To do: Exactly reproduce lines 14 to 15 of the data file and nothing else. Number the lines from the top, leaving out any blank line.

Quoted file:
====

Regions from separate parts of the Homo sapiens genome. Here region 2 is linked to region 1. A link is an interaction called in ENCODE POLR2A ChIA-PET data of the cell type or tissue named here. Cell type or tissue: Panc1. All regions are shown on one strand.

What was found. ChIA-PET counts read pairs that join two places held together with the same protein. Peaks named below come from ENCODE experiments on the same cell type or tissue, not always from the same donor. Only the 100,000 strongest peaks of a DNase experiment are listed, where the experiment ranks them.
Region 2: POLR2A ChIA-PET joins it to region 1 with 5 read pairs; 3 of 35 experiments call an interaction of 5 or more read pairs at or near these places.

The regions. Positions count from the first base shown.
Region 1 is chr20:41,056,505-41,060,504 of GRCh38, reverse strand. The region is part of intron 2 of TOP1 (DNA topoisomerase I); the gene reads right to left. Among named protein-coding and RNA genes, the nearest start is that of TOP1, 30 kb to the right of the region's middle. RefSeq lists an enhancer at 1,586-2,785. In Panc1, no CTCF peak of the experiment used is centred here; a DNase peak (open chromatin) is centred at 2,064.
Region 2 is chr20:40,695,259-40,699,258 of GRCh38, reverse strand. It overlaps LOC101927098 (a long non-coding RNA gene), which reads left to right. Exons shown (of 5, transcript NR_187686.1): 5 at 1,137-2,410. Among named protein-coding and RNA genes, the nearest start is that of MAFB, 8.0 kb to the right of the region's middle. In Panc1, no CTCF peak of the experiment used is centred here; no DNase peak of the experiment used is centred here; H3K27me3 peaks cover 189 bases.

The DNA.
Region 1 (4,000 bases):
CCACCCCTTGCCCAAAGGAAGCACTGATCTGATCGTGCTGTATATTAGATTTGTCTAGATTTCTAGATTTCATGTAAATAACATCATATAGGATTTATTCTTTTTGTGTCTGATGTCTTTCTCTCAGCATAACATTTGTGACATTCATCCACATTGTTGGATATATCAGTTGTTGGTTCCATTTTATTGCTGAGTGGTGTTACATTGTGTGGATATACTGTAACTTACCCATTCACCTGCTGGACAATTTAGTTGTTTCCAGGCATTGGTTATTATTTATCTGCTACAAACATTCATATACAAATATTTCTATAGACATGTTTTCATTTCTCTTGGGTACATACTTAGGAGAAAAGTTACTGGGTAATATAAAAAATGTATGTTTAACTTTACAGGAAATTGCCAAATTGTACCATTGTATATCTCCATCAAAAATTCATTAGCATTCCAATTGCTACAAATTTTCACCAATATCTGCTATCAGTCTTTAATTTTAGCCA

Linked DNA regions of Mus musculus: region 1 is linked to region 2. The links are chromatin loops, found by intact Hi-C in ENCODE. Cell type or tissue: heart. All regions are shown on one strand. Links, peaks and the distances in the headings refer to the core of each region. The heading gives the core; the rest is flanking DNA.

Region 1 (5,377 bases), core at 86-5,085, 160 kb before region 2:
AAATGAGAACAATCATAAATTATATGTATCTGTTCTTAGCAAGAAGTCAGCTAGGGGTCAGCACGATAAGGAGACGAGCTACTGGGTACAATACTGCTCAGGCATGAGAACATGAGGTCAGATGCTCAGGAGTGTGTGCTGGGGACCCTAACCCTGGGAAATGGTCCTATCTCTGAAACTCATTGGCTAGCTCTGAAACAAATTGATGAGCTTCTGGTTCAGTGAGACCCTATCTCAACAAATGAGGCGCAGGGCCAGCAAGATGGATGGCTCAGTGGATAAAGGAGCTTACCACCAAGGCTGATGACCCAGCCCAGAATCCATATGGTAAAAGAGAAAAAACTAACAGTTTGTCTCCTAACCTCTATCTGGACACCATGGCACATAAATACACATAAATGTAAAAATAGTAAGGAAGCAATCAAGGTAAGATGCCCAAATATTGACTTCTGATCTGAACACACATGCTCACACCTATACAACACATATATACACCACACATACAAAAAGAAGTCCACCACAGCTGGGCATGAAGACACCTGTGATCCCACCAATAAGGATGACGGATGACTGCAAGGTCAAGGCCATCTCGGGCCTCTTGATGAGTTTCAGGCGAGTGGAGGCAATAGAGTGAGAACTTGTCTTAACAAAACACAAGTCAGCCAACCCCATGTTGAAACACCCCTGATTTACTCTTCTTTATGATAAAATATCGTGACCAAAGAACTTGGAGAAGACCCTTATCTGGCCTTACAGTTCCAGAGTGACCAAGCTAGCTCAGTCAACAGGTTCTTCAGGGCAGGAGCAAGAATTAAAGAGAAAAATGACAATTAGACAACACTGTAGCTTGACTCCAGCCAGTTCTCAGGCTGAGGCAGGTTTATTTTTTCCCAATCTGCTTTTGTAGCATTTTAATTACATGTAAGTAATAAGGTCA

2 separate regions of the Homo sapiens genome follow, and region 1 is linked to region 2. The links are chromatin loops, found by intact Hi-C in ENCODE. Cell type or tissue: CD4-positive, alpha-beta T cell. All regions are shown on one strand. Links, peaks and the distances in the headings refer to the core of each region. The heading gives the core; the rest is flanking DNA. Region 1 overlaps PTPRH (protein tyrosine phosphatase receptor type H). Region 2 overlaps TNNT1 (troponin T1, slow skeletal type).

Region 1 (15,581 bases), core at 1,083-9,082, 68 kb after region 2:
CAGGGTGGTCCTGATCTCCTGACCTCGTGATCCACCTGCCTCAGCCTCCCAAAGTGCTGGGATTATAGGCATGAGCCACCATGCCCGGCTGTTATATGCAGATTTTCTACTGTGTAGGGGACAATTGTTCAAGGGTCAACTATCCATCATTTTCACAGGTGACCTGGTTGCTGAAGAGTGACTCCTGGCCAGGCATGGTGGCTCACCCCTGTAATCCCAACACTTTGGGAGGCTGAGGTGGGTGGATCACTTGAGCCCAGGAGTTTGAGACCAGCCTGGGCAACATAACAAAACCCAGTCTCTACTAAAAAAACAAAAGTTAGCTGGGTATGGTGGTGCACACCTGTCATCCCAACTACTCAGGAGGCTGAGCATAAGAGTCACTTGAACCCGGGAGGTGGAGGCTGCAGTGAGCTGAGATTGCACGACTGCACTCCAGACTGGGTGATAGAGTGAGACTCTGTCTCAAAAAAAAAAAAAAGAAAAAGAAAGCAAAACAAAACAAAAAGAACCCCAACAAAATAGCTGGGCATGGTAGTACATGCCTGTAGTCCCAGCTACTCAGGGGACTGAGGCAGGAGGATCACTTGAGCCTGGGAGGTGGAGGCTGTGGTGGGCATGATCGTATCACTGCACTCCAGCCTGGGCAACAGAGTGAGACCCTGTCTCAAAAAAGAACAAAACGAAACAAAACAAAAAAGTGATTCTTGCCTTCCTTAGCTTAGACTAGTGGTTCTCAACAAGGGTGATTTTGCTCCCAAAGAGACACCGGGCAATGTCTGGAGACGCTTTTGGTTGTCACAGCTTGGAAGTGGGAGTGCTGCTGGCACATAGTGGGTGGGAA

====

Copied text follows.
Region 1 (15,581 bases), core at 1,083-9,082, 68 kb after region 2:
CAGGGTGGTCCTGATCTCCTGACCTCGTGATCCACCTGCCTCAGCCTCCCAAAGTGCTGGGATTATAGGCATGAGCCACCATGCCCGGCTGTTATATGCAGATTTTCTACTGTGTAGGGGACAATTGTTCAAGGGTCAACTATCCATCATTTTCACAGGTGACCTGGTTGCTGAAGAGTGACTCCTGGCCAGGCATGGTGGCTCACCCCTGTAATCCCAACACTTTGGGAGGCTGAGGTGGGTGGATCACTTGAGCCCAGGAGTTTGAGACCAGCCTGGGCAACATAACAAAACCCAGTCTCTACTAAAAAAACAAAAGTTAGCTGGGTATGGTGGTGCACACCTGTCATCCCAACTACTCAGGAGGCTGAGCATAAGAGTCACTTGAACCCGGGAGGTGGAGGCTGCAGTGAGCTGAGATTGCACGACTGCACTCCAGACTGGGTGATAGAGTGAGACTCTGTCTCAAAAAAAAAAAAAAGAAAAAGAAAGCAAAACAAAACAAAAAGAACCCCAACAAAATAGCTGGGCATGGTAGTACATGCCTGTAGTCCCAGCTACTCAGGGGACTGAGGCAGGAGGATCACTTGAGCCTGGGAGGTGGAGGCTGTGGTGGGCATGATCGTATCACTGCACTCCAGCCTGGGCAACAGAGTGAGACCCTGTCTCAAAAAAGAACAAAACGAAACAAAACAAAAAAGTGATTCTTGCCTTCCTTAGCTTAGACTAGTGGTTCTCAACAAGGGTGATTTTGCTCCCAAAGAGACACCGGGCAATGTCTGGAGACGCTTTTGGTTGTCACAGCTTGGAAGTGGGAGTGCTGCTGGCACATAGTGGGTGGGAA